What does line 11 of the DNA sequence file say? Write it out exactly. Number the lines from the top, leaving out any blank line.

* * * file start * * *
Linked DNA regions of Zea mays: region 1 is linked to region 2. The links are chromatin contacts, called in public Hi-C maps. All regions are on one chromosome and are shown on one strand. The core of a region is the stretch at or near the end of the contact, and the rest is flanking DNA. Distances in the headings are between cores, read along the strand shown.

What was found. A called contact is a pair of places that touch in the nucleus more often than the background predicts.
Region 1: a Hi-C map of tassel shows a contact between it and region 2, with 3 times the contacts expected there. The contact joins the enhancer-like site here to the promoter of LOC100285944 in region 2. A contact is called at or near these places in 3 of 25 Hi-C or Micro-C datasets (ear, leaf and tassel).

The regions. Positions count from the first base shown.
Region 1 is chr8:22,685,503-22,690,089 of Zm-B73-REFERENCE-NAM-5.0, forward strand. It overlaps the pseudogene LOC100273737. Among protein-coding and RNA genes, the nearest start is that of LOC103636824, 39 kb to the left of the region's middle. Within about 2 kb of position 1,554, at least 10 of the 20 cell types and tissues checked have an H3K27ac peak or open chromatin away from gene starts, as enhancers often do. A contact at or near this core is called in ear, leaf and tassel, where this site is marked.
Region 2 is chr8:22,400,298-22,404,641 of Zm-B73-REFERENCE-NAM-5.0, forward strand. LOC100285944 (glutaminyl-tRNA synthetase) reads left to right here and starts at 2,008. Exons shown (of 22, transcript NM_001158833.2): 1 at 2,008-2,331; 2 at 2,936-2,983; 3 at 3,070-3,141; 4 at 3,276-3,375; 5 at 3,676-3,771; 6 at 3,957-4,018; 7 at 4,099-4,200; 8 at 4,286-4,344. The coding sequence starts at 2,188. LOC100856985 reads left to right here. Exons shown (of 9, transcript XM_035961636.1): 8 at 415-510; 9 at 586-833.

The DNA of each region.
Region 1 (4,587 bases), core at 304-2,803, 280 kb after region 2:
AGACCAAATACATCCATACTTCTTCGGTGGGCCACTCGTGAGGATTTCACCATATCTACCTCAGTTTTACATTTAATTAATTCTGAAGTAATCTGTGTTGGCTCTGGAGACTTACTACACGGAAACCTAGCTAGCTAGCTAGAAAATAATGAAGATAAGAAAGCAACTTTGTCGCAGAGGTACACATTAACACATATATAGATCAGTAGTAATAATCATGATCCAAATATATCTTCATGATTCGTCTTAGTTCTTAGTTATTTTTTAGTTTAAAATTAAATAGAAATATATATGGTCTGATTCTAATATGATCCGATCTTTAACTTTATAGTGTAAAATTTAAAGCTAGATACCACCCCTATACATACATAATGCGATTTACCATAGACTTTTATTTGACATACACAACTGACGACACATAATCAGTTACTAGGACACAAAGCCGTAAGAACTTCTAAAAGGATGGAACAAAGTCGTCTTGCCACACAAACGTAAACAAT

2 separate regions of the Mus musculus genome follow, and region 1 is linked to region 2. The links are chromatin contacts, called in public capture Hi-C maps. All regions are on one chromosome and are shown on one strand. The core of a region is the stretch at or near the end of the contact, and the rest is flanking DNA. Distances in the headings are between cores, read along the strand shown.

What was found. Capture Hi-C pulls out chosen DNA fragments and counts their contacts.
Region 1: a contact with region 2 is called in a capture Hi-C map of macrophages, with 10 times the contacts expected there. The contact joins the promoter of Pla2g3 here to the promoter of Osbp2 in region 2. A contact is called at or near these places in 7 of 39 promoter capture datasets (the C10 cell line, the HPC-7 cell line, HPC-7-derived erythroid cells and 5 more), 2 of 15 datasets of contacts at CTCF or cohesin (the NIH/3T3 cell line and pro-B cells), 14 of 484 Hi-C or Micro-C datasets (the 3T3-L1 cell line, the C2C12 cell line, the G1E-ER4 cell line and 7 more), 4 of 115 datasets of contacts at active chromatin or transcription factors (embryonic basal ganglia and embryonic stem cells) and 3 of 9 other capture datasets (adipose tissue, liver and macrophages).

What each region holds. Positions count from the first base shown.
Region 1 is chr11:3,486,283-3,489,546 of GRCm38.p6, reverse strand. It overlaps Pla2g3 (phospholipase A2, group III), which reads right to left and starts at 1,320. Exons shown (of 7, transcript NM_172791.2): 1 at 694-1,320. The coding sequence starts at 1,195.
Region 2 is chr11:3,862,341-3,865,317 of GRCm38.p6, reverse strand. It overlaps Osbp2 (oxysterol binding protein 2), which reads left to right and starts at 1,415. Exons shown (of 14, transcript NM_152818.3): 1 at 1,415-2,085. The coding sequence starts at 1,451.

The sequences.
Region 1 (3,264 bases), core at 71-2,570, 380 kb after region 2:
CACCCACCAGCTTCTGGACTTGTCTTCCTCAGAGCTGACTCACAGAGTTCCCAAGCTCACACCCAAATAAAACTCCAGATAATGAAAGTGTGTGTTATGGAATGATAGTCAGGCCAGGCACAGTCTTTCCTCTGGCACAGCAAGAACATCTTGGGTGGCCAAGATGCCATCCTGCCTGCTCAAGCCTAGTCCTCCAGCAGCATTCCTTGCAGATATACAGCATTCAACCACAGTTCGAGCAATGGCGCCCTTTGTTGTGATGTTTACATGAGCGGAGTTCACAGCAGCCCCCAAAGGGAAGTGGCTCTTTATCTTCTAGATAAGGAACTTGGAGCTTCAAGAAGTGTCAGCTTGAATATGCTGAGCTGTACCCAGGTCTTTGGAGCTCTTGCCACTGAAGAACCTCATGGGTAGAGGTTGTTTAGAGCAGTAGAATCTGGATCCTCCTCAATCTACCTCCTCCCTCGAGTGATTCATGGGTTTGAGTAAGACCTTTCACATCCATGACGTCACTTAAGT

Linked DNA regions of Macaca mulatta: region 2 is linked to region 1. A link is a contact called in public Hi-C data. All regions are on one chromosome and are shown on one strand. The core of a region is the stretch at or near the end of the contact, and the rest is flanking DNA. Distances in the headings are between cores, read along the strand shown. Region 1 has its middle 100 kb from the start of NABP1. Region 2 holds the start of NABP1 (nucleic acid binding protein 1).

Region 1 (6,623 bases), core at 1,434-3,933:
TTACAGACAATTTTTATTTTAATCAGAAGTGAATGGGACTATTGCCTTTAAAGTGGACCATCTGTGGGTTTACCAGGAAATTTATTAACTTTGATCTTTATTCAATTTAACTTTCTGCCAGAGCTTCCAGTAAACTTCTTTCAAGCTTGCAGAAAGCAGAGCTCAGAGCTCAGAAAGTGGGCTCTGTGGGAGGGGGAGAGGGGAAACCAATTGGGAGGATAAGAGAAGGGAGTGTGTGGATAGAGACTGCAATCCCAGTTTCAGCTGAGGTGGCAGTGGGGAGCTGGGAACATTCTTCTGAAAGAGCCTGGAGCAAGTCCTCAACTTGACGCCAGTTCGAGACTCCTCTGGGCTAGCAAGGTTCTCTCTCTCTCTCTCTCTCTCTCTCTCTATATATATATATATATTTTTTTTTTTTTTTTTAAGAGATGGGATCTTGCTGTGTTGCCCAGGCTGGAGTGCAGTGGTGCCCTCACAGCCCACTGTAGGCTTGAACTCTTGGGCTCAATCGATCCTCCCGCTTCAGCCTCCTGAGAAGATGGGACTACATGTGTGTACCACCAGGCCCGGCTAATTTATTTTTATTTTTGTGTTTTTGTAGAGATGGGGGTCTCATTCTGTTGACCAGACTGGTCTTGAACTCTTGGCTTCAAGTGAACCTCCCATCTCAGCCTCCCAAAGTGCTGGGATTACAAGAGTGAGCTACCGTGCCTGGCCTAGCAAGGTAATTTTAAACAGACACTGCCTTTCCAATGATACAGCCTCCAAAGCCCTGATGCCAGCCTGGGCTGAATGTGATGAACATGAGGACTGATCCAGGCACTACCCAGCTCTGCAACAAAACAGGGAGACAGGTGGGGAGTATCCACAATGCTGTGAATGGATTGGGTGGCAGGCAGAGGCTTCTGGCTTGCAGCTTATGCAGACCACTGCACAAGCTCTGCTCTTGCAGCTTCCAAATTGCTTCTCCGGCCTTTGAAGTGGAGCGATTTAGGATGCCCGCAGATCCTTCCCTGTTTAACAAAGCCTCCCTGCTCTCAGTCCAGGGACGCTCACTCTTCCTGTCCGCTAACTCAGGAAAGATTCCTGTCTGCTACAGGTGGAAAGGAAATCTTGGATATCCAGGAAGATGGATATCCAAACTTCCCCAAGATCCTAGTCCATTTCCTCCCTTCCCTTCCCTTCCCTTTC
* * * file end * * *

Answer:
What was found. Capture Hi-C pulls out chosen DNA fragments and counts their contacts.